BLOGS: Fair Labor Standards Act Law

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Wednesday, January 28, 2015, 8:21 AM

U.S. Supreme Court Rules That Time Spent In Mandatory Security Screening at the End of a Workday Is Not Compensable

The United States Supreme Court issued an interesting decision last month on whether employees who are required to undergo security screening after their work was done should be paid for that time. The Supreme Court found in favor of the employer, and concluded that workers did not have to be paid for that that time because the screening was a non-compensable “postliminary” activity under the Portal-to-Portal Act.

In Integrity Staffing Solutions, Inc. v. Busk, the employer was a company that provided staff to work in warehouses for the online giant, Amazon. A group of workers filed a class action in 2010 against the staffing company seeking unpaid wages under the FLSA. According to their complaint, workers were required to pass a security screening at the end of the day in order to deter theft of product from the warehouse. The workers alleged that it could take workers up to 25 minutes to compete the screening process, for which they were not paid. Because the screening was allegedly necessary and for the employer’s benefit, the workers claimed they should have been compensated for the time.

Initially, the federal district court dismissed the workers' case for failing to state a viable legal claim. The district court ruled that the security screening was a non-compensable "postliminary" activity under the Portal-to-Portal Act because it was not an "integral and indispensable part of the warehouse duties the workers were hired to perform. The U.S. Court of Appeals for the Ninth Circuit disagreed and reversed, holding that the screening was a postliminary activity, but was compensable because it was necessary to the warehouse work and for the benefit of the employer. The employer successfully petitioned the U.S. Supreme Court to hear the case.
In a unanimous opinion written by Justice Thomas, the Supreme Court reversed. The Court started with the proposition that the Portal-to Portal Act makes noncompensable "activities which are preliminary to or postliminary to said principal activity or activities" of a worker’s job. Citing its long-standing interpretation of the Act, the Court stated that “the term ‘prin­cipal activity or activities’ [embraces] all activities which are an ‘integral and indispensable part of the prin­cipal activities.’”

The Court held that under the Portal-to-Portal Act, employers were not required to pay workers for postliminary activities that were not integral to the workers' warehouse duties. In a succinct analysis, the Court concluded:
The security screenings at issue here are noncompensa­ble, postliminary activities. To begin with, the screenings were not the “principal activity or activities which [the] employee is employed to perform.” 29 U. S. C. §254(a)(1). Integrity Staffing did not employ its workers to undergo security screenings, but to retrieve products from ware­house shelves and package those products for shipment to Amazon customers.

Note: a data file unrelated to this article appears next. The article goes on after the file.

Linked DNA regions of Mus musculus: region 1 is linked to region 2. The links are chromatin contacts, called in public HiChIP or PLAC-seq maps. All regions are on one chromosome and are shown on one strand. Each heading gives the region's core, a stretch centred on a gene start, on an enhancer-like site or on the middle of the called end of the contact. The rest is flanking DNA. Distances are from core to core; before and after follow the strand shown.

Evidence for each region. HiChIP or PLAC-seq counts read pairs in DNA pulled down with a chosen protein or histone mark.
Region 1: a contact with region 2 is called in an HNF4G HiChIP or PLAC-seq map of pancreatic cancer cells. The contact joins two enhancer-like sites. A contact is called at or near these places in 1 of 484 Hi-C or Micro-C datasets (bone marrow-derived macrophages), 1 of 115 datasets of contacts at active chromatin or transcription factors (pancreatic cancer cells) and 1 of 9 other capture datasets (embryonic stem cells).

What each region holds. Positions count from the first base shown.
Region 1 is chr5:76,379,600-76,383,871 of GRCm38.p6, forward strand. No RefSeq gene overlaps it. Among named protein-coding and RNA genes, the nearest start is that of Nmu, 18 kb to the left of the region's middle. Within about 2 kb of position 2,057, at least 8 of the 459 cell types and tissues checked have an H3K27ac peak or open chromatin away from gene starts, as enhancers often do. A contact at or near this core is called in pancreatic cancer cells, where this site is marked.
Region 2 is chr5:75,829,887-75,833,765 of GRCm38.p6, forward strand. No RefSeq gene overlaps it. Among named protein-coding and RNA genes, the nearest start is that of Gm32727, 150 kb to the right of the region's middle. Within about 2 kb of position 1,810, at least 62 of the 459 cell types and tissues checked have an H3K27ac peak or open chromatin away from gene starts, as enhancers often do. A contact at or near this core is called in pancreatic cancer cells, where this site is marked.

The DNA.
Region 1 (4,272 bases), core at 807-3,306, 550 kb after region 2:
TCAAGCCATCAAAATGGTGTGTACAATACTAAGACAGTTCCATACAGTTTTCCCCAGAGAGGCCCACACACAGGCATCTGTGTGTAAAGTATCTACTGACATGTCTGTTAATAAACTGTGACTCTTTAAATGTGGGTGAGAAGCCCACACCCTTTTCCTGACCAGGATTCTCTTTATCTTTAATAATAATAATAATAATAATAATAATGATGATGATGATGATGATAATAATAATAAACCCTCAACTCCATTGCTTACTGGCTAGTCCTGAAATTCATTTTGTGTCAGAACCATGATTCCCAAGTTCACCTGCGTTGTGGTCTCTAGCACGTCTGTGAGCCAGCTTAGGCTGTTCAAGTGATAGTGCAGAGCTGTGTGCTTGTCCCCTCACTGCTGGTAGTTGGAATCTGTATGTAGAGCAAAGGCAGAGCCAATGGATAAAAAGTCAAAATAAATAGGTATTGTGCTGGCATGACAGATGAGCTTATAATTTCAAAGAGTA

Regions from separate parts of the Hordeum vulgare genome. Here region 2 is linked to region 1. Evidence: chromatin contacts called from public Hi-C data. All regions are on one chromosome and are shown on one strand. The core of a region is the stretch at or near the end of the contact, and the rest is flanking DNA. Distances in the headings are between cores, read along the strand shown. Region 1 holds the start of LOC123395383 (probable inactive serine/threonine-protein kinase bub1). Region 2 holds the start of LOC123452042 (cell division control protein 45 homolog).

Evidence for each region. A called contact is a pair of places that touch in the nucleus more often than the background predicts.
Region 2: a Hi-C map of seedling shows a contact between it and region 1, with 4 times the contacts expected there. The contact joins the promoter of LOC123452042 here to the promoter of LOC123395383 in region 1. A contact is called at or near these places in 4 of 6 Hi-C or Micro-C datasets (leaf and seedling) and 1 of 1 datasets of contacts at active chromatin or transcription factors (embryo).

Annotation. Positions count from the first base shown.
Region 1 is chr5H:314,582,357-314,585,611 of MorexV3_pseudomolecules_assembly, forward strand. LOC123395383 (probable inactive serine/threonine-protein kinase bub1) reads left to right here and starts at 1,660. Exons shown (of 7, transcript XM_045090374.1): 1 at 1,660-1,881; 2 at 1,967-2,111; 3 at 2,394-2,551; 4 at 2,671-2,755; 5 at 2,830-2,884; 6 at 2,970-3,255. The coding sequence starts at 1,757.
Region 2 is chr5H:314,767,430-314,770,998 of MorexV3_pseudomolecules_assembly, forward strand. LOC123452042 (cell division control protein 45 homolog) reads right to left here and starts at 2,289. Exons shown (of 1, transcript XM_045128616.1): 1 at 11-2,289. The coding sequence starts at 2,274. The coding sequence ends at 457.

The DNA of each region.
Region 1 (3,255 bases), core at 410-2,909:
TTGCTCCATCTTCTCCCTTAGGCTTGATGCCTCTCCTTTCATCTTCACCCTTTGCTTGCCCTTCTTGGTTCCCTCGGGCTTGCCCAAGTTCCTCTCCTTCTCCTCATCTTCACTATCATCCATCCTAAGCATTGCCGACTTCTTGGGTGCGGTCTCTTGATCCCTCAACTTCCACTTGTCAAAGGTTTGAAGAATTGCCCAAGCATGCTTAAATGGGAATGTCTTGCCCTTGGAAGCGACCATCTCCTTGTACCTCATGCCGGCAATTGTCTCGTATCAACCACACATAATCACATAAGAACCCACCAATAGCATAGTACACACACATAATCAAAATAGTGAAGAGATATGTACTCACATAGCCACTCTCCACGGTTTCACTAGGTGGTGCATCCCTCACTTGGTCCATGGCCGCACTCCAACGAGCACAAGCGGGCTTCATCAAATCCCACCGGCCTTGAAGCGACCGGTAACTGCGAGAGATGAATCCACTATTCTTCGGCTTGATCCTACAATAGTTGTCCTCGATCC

The security screenings also were not “integral and indispensable” to the employees’ duties as warehouse workers. As explained above, an activity is not integral and indispensable to an employee’s principal activities unless it is an intrinsic element of those activities and one with which the employee cannot dispense if he is to per­form those activities. The screenings were not an intrinsic element of retrieving products from warehouse shelves or packaging them for shipment. And Integrity Staffing could have eliminated the screenings altogether without impairing the employees’ ability to complete their work.
As savvy HR professionals and in-house counsel know, this case does not create a blanket rule that renders noncompensable every activity after a worker leaves his or her work station. Each situation is different and will generally require a detailed analysis of the particular facts. Indeed, in this case, it took about half a decade in the federal courts to come to a final answer.

The case is a relatively straightforward read, and contains a good history and discussion of the Portal-to-Portal Act. For those who are interested, the Supreme Court's decision can be found here.

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Thursday, January 22, 2015, 8:57 AM

Because you are asking . . . DOL Says New Proposed Rule On White Collar Exemptions Under The FLSA Will Be Issued In February 2015

As many of you know, last year President Obama directed the DOL to issue new regulations to “modernize and streamline” the white collar exemptions to the minimum wage and overtime requirements under the FLSA.  (Keep in mind that under federal rulemaking procedures, the DOL will first issue a “Notice of Proposed Rulemaking” and allow a period of public comment before issuing a final rule.)  We have been waiting for the proposed rule so that we can see what changes the DOL has in mind for these key provisions of the FLSA, which are expected to revise the current regulations for the executive, administrative, and professional exemptions.

Initially, the DOL said the proposed rules would be issued last Fall, but the DOL later announced the notice would be delayed.  Currently, the DOL’s expected release date is sometime in February 2015, according to a notice from the Office of Management and Budget.  Like you, we will be watching closely for these highly anticipated rules which (if finalized) are likely to significantly impact workers and businesses.

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Monday, January 19, 2015, 2:51 PM

Florida Joins U.S. DOL’s Worker Misclassification Initiative

On January 13, 2015, the U.S. Department of Labor announced that Florida joined the ranks of states that have entered into formal agreements with the DOL to share information about worker misclassification.  Under the terms of a memorandum of understanding, the DOL and the Florida Department of Revenue agreed to share information about workers who may be improperly classified as independent contractors instead of employees.  The announcement can be found here.